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Research In Motion (RIMM +4.2%) is finally doing something many pundits and marketing execs long...

Research In Motion (RIMM +4.2%) is finally doing something many pundits and marketing execs long advised it to: changing the company's name to BlackBerry. Going forward, the company will trade under the symbol BBRY on the NASDAQ, and BB on the Toronto exchange. Thorsten Heins made the announcement at RIM's BB10 event, which is getting underway. (live blog)
Comments (25)
  • DeepValueLover
    , contributor
    Comments (8526) | Send Message
     
    Name changes are decoration.

     

    Net revenue growth is what is really important.
    30 Jan 2013, 10:35 AM Reply Like
  • gwynfryn
    , contributor
    Comments (4223) | Send Message
     
    Yes Deep, and let's hope they don't do a Consignia (= the UK's Post Office) and spend billions on logo and decor changes, only to be forced to change back again, as all they'd done was totally confuse everyone! I never did discover whether the directors who came up with that one, had their bonuses cut...
    2 Feb 2013, 09:53 AM Reply Like
  • DeepValueLover
    , contributor
    Comments (8526) | Send Message
     
    Changing the name to BlackBerry is a good idea...
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    ...for 2002.
    2 Feb 2013, 10:14 AM Reply Like
  • john001
    , contributor
    Comments (626) | Send Message
     
    share price showing big drop today.
    30 Jan 2013, 10:46 AM Reply Like
  • pabcanc
    , contributor
    Comments (222) | Send Message
     
    I told you so !
    30 Jan 2013, 11:17 AM Reply Like
  • sic2012
    , contributor
    Comments (9) | Send Message
     
    Name is important...coca cola, MacDonald's
    30 Jan 2013, 11:21 AM Reply Like
  • Michael Bryant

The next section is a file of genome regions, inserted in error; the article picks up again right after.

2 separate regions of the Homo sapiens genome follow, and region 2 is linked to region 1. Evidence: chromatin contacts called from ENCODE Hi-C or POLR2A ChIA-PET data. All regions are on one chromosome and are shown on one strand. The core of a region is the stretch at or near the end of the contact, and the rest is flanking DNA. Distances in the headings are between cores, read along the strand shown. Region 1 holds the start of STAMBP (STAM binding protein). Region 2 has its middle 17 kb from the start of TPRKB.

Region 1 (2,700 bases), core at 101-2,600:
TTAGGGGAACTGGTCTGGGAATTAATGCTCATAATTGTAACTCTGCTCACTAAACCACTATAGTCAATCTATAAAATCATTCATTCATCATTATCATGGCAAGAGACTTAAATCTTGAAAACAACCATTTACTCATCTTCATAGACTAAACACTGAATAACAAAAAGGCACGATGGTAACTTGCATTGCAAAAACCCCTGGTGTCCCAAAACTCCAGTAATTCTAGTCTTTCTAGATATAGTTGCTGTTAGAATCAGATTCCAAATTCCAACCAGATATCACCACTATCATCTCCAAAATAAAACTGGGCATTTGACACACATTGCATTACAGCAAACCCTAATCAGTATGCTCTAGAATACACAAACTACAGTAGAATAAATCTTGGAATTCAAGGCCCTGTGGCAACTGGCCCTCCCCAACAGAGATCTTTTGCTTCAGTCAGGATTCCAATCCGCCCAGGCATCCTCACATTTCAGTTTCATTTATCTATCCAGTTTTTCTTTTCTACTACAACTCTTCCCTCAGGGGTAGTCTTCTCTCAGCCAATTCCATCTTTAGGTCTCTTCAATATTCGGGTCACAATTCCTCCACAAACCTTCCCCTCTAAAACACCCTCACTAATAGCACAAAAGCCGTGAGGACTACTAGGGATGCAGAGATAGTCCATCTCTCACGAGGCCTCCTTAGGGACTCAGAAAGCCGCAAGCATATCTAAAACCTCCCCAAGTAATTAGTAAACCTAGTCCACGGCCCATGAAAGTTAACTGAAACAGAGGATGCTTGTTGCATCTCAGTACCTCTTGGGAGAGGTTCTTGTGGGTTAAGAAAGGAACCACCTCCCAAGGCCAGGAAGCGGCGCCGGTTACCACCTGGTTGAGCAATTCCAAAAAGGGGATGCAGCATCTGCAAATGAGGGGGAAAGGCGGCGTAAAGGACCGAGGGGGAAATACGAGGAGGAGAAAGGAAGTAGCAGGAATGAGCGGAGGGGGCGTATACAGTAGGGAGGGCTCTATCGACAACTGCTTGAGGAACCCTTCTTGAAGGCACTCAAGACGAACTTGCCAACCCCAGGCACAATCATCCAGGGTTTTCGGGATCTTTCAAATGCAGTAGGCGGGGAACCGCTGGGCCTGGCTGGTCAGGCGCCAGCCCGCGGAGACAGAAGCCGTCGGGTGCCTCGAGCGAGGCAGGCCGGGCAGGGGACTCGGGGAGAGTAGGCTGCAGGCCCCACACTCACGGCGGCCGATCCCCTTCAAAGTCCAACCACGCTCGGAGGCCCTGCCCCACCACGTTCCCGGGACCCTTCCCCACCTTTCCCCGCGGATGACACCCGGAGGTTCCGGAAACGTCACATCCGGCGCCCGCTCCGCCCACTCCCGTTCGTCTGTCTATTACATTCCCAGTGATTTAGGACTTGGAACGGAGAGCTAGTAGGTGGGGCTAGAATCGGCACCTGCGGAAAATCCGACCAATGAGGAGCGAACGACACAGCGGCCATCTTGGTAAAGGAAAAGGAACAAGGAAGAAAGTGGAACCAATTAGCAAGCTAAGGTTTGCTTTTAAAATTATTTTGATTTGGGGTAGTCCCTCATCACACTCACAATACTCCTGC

, contributor
    Comments (5548) | Send Message
     
    More people know what a Blackberry is than know what Research in Motion is. It is all about the brand and public recognition. In theory, when Avis Budget Group changed its ticker to (CAR), more people and investors would automatically know somewhat what the company does and many invest in it.
    30 Jan 2013, 11:39 AM Reply Like
  • slcUTAH
    , contributor
    Comments (530) | Send Message
     
    I agree. Mostly people that invest in the stock market know what Research In Motion/RIMM is. I like the name change. It represents a new start... a re-fresh. Why not? It won't hurt at all. Only the Apple fan boys are criticizing the ticker symbol change.
    30 Jan 2013, 04:50 PM Reply Like
  • Michael Bryant
    , contributor
    Comments (5548) | Send Message
     
    I am an (AAPL) fan boy and not criticizing.
    30 Jan 2013, 08:59 PM Reply Like
  • Samuel Matson
    , contributor
    Comments (35) | Send Message
     
    I assume their new creative direct, Alicia Keys inspired the name change. The BB10 launch seemed more like fluff than a turnaround catalyst.
    30 Jan 2013, 12:58 PM Reply Like
  • slcUTAH
    , contributor
    Comments (530) | Send Message
     
    Why don't you explain what they did wrong and/or not say or say during the presentation this morning to make you conclude that the launch was fluff? The real catalyst is the marketing on TV, print and digital.
    30 Jan 2013, 05:02 PM Reply Like
  • Michael Bryant
    , contributor
    Comments (5548) | Send Message
     
    Not necessarily. When Nortel started advertising on TV, that was the beginning of their fall.
    30 Jan 2013, 09:02 PM Reply Like
  • Samuel Matson
    , contributor
    Comments (35) | Send Message
     
    Substance is what prevents a stock from tumbling 15% in two days. Clearly, they have none of it.
    31 Jan 2013, 09:46 AM Reply Like
  • Joseph P. Porter
    , contributor
    Comments (724) | Send Message
     
    When a product's name becomes so closely associated with the type of product it is, the identification factor becomes significant. My phone is a blackberry-style phone, and I got it because it was a blackberry-style phone (but I'm very cheap, and didn't want to pay for a real Blackberry).

     

    "Research In Motion" might have been a nice name for the company in the beginning, but since Blackberry is now the most recognizable product they make, it makes more sense to name the company after the product. People who have positive association with "Blackberry" phones are thus more likely to be favorably inclined towards the "Blackberry" company.

     

    (For historians, "Frigidaire" was originally known as "Guardian Frigerator Company." This is back in 1916. The product was so popular as a "refrigerator" that in 1919 the company changed its name to (simply) Frigidaire. And now, when we want something cold to drink, we go to the "fridge" to get a can of coke (or whatever your favorite cold beverage may be).